edit- the above poster knows better. maybe keep latin for private study and prayer.

I second Tatian’s suggestion to find yourself a Traditional Latin Mass. There are websites that list ones approved by the Church, such as (for North America) Coalition Ecclesia Dei.

Oh thanks people. I didn’t expect 3 answers so soon. The only problem is… I don’t really think we have a traditional Latin mass in Halifax (the one in Canada) I think I’ll just go first (with a suit and fedora:D and see what goes on. After that I will decide. Thanks again!

Oh and I appreciate the answer for my 3rd question but I didn’t really get that. Too many names. Can someone simplify? Do we have to say the mysteries out loud or not?

Just a note: dressing up for Mass is about showing respect to the Lord who is present in the Eucharist. The King of the Universe is before us, so we give Him our best (whatever that might be).

You can say them aloud if you’re praying with others or by yourself. If you’re praying in a more public place, you can simply think them. I always announce the mystery either in my head or vocally - “The first Glorious Mystery: The Resurrection. Our Father, who art in Heaven…”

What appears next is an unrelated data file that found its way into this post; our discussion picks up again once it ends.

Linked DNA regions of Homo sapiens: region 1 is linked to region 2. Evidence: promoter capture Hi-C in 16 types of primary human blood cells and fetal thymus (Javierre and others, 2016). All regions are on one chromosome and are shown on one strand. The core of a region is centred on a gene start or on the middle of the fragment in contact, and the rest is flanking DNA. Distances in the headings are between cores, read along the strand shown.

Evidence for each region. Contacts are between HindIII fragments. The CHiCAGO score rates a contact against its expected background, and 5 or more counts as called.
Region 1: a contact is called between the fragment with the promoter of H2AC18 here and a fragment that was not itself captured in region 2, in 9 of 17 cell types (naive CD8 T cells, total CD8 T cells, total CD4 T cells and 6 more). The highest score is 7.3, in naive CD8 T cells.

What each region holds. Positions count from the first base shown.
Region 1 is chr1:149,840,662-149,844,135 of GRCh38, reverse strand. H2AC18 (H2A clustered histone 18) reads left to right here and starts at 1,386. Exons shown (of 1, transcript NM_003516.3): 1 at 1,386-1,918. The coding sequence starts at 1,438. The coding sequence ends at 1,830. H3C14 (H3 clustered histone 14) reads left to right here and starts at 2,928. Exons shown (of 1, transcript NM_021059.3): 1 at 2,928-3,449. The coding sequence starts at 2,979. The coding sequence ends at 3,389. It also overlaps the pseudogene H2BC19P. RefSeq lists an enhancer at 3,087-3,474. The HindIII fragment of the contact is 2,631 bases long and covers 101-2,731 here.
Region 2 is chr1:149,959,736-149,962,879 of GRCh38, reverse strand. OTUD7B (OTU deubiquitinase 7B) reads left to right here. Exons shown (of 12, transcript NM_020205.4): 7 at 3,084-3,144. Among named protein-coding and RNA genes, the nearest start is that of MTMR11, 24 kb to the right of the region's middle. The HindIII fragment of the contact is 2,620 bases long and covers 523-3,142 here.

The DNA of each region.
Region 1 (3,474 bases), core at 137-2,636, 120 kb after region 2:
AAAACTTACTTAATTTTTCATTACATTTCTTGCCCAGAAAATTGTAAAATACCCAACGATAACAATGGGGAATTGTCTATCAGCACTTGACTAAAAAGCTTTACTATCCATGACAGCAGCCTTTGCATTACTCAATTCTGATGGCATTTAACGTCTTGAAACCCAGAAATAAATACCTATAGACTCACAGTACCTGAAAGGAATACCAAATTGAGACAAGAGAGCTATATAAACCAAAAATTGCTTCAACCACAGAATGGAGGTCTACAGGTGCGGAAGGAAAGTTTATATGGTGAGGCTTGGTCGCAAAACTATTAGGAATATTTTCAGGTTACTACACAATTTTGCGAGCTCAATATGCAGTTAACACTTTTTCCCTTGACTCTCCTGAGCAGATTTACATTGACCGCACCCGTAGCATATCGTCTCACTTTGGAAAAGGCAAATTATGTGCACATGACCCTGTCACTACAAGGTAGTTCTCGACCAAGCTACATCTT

Cool thanks. Appreciate it man:thumbsup:

I do it either in Latin or Spanish, if I’m at a Spanish Mass, although quietly. I’m not too fond of English in the Mass; sounds too boisterous, arrogant, casual, banal, or something.


and see tatians post

Sounds like a plan, but I wouldn’t wear the hat inside the church. See this LINK for more info.



Hey, guess what? Tru saying the rosary in Latin!
This is a great website, by the way, that you might like to check out! It IS in communion with Rome.
This website gives guidelines on how to actu during Mass. For some of the practices, you can implement for yourself immediately. For others, you would want to write a letter to your Bishop. The guidelines for YOUR actions you can put in place now. The guidelines for the traditional PRIESTS actions you need to have implemented in your diocese by the Bishop.